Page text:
Sapphire's Resilient Child [SPOILERS]

BlogHer Review
The resilient child has a new avatar in Abdul, the main character in Sapphire's The Kid. Abdul is creating himself without any guidance, starting as we meet him at his mother's funeral,9 years old, his life torn away without much of an explanation. As honest and gritty as reality, The Kid misses no opportunity to impress the reader with the horror of life as a parent-less child. The orphan's clothes are tossed into a garbage bag for the trip to his foster home. His "stuff" -- cd's, books, winter parka -- is gone forever. His education is truncated, the teachers who encouraged him drop from his life like dandruff flakes. He encounters nary a faithful or honest or helpful grown-up on his way, and yet he continues to bounce back with determination. He is a resilient child.

But he is very much a child, and the brilliance of Sapphire's technique is that this fact sits front and center on each and every page. This is the story of a smart little boy with a majestic talent and absolutely no support. He has no history, no money, no friends, no family. He is tortured and abused and discarded and insulted and ignored and through it all Sapphire tells the tale, not with the jaded eye of an adult, but via the damaged soul of a kid.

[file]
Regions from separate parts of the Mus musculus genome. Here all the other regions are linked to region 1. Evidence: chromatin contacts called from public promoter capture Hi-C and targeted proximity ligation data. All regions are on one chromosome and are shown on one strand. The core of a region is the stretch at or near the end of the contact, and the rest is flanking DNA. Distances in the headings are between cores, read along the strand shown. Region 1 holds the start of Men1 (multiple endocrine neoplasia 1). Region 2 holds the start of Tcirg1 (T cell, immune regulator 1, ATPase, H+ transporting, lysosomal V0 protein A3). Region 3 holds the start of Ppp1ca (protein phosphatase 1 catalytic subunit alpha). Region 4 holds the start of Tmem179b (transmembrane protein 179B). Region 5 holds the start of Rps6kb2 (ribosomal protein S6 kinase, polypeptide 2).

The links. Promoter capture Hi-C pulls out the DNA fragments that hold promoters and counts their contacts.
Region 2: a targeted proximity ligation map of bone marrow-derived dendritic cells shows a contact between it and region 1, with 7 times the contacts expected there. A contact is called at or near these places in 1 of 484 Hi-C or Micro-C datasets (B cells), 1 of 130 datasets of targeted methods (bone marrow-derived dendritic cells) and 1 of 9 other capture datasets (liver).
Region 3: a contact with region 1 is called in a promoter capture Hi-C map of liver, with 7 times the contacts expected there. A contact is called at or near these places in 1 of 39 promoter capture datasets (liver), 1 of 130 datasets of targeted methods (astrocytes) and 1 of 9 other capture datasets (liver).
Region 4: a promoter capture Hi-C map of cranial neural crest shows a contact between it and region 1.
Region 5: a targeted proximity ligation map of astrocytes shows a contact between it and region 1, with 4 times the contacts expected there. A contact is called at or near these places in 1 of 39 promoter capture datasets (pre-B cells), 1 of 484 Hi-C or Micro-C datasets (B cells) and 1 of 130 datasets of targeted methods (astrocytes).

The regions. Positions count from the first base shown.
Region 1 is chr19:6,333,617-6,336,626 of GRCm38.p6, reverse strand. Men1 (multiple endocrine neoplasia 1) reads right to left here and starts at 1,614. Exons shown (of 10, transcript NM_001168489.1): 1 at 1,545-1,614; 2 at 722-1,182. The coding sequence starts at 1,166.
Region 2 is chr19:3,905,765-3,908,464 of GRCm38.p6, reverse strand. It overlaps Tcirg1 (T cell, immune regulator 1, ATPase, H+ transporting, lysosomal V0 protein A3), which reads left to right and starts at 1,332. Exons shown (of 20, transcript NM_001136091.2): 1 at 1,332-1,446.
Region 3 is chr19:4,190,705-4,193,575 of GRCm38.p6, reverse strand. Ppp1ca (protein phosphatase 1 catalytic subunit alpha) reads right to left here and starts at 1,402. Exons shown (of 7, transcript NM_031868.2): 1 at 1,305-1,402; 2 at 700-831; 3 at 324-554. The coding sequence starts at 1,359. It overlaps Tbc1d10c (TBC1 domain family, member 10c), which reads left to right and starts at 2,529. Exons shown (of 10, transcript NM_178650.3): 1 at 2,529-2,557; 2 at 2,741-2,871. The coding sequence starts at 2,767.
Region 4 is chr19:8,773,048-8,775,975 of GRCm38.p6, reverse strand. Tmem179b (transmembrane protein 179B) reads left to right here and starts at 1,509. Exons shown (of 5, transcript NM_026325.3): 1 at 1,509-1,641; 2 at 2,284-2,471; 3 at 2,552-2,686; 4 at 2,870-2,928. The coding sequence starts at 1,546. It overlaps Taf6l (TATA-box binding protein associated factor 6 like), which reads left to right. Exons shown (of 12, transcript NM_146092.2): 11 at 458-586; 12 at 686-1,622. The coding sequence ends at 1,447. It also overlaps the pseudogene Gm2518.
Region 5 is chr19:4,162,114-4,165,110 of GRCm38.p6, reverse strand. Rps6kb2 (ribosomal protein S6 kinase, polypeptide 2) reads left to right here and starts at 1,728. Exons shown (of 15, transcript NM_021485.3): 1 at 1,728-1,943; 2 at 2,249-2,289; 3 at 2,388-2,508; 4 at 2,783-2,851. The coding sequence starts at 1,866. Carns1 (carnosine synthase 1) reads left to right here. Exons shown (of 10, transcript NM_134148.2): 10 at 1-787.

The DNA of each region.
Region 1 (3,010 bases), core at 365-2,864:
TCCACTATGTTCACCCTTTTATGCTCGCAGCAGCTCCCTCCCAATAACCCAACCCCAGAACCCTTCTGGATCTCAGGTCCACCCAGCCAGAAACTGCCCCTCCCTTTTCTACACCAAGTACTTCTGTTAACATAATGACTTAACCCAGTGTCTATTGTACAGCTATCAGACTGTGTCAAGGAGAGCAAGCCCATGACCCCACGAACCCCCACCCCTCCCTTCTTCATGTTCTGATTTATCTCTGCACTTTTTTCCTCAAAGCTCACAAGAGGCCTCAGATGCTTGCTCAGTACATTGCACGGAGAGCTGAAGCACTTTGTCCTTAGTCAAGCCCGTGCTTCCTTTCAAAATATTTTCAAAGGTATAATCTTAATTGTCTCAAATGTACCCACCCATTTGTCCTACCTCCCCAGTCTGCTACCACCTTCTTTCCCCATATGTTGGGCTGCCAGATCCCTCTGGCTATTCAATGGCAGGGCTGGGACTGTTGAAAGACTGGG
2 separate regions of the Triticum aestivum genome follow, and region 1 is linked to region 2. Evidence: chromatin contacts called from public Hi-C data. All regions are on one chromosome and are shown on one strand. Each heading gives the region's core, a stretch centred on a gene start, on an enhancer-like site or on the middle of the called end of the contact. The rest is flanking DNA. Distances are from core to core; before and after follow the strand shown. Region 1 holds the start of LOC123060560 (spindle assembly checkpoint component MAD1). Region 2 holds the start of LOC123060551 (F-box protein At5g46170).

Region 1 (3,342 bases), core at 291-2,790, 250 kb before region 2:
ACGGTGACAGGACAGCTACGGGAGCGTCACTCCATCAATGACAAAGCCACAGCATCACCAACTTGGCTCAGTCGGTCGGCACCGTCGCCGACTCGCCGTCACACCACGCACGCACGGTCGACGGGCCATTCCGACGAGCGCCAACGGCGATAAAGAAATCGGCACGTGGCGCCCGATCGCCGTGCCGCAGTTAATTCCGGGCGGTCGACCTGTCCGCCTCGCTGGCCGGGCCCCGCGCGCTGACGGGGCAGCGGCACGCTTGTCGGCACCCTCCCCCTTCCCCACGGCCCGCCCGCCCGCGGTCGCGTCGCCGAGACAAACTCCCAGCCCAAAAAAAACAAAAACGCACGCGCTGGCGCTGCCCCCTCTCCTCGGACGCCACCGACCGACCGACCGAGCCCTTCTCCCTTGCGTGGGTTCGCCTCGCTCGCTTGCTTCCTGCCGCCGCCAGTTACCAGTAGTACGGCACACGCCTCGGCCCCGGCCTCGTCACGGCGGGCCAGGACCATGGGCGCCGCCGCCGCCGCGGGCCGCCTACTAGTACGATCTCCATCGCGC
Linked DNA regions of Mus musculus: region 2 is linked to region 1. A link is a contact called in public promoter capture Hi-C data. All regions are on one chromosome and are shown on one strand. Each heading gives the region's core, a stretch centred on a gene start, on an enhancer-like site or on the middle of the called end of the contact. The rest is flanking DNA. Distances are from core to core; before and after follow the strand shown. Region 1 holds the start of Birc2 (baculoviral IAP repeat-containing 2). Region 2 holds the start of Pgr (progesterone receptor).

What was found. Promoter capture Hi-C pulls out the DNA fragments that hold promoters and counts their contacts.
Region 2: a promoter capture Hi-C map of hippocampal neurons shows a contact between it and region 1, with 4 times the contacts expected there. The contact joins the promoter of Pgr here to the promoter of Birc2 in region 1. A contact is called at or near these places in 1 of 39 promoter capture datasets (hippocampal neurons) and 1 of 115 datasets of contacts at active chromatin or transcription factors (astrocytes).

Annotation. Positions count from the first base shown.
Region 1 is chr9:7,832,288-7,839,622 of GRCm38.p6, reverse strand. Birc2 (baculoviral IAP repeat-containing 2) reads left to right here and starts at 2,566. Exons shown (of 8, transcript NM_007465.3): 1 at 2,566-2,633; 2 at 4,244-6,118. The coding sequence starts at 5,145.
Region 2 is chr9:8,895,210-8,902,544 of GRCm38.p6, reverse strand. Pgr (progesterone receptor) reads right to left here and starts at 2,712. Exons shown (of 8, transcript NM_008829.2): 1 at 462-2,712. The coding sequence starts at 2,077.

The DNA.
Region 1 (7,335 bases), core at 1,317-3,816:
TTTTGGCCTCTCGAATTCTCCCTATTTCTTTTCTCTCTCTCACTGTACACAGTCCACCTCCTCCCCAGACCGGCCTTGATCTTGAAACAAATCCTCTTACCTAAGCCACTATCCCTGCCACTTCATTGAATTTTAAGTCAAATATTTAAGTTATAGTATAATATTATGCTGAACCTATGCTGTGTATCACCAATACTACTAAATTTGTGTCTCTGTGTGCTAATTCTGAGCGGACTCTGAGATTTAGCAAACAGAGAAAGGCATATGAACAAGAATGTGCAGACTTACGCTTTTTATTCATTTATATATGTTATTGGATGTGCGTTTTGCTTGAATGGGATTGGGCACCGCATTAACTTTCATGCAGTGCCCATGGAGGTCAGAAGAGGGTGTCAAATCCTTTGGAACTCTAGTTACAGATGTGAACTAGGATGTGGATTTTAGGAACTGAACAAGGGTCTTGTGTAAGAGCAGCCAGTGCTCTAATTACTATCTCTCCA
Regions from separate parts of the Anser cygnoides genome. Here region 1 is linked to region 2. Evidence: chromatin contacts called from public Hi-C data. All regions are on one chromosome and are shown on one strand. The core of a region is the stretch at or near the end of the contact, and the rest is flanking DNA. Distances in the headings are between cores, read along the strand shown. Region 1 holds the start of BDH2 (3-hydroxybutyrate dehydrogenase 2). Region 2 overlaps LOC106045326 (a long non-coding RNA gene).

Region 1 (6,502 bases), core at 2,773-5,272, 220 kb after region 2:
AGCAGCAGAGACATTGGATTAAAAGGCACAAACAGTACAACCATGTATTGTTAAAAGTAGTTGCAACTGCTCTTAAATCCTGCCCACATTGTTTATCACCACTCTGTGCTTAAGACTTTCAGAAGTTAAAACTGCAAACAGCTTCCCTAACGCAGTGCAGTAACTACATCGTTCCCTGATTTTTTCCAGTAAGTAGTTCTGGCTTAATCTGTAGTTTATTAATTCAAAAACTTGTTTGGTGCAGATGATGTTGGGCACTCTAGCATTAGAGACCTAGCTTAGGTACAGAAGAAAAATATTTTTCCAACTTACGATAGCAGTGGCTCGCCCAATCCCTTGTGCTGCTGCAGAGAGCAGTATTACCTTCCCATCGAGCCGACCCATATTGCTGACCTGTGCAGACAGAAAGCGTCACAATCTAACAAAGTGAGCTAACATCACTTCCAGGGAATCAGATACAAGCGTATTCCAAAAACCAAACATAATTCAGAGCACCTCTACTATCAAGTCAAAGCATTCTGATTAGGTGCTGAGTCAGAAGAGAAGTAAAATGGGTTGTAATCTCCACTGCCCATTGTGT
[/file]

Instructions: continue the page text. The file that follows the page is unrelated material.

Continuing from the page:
Like most kids, Abdul starts out willing to believe the adults in his life. Unfortunately, he is quickly disabused of the notion that there is any help at all for him in this world. He learns within hours of his mother's burial that he is no longer safe or protected. He is all that he has left. It'a a good thing that he likes himself.

And that, I think, is what enabled me to read all 374 pages of this raw and awful tale. Abdul is not a whiner. Abdul is not a victim. He knows that he is doing the best he can. Just ask him about his sexuality -- he's not "a faggot" although his life is filled with homosexual sexual encounters. He didn't abuse other children; in his eyes they loved him. He did what he had to do, and he survived.

It is easier to be a throw-away when you are 19 than when you are 9, and Abdul's life does become marginally less stressful as he ages. I'm not sure I could have finished the book had he not had some success, and I think that Sapphire knew that. But she doesn't abandon her themes, and loss and disappointment follow Abdul like gum on the soles of his shoes.

The last section, Dirty, is allegorical, lyrical, frightening and, ultimately, redemptive. We know as little about what is happening in Abdul's life as he does, and we are only marginally clearer by the last exhortation he receives from the only adult in the entire book who speaks honestly to him.

It doesn't matter. The facts of his future will be the facts. Abdul will find a way to survive. It's what a resilient child does. I'm so very glad that I have that to take away from this haunting book.

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